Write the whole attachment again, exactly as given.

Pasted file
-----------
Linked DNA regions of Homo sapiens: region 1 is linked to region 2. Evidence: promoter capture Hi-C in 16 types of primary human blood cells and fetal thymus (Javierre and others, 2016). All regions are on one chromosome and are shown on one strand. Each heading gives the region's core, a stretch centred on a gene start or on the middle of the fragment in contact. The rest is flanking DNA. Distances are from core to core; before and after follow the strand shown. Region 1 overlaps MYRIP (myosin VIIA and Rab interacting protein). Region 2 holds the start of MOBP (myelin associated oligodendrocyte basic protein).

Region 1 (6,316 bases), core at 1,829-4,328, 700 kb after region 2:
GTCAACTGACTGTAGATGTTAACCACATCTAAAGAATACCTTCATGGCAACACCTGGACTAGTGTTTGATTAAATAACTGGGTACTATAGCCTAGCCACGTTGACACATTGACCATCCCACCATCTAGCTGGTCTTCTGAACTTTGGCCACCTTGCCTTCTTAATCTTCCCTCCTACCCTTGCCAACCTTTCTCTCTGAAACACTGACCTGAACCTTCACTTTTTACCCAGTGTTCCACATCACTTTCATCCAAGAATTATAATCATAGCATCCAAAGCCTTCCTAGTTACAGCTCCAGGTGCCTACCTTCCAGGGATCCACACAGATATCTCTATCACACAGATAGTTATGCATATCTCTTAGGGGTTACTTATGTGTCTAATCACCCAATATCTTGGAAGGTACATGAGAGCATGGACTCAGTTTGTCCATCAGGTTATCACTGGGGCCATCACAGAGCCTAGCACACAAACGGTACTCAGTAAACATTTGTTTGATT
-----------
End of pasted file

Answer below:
Linked DNA regions of Homo sapiens: region 1 is linked to region 2. Evidence: promoter capture Hi-C in 16 types of primary human blood cells and fetal thymus (Javierre and others, 2016). All regions are on one chromosome and are shown on one strand. Each heading gives the region's core, a stretch centred on a gene start or on the middle of the fragment in contact. The rest is flanking DNA. Distances are from core to core; before and after follow the strand shown. Region 1 overlaps MYRIP (myosin VIIA and Rab interacting protein). Region 2 holds the start of MOBP (myelin associated oligodendrocyte basic protein).

Region 1 (6,316 bases), core at 1,829-4,328, 700 kb after region 2:
GTCAACTGACTGTAGATGTTAACCACATCTAAAGAATACCTTCATGGCAACACCTGGACTAGTGTTTGATTAAATAACTGGGTACTATAGCCTAGCCACGTTGACACATTGACCATCCCACCATCTAGCTGGTCTTCTGAACTTTGGCCACCTTGCCTTCTTAATCTTCCCTCCTACCCTTGCCAACCTTTCTCTCTGAAACACTGACCTGAACCTTCACTTTTTACCCAGTGTTCCACATCACTTTCATCCAAGAATTATAATCATAGCATCCAAAGCCTTCCTAGTTACAGCTCCAGGTGCCTACCTTCCAGGGATCCACACAGATATCTCTATCACACAGATAGTTATGCATATCTCTTAGGGGTTACTTATGTGTCTAATCACCCAATATCTTGGAAGGTACATGAGAGCATGGACTCAGTTTGTCCATCAGGTTATCACTGGGGCCATCACAGAGCCTAGCACACAAACGGTACTCAGTAAACATTTGTTTGATT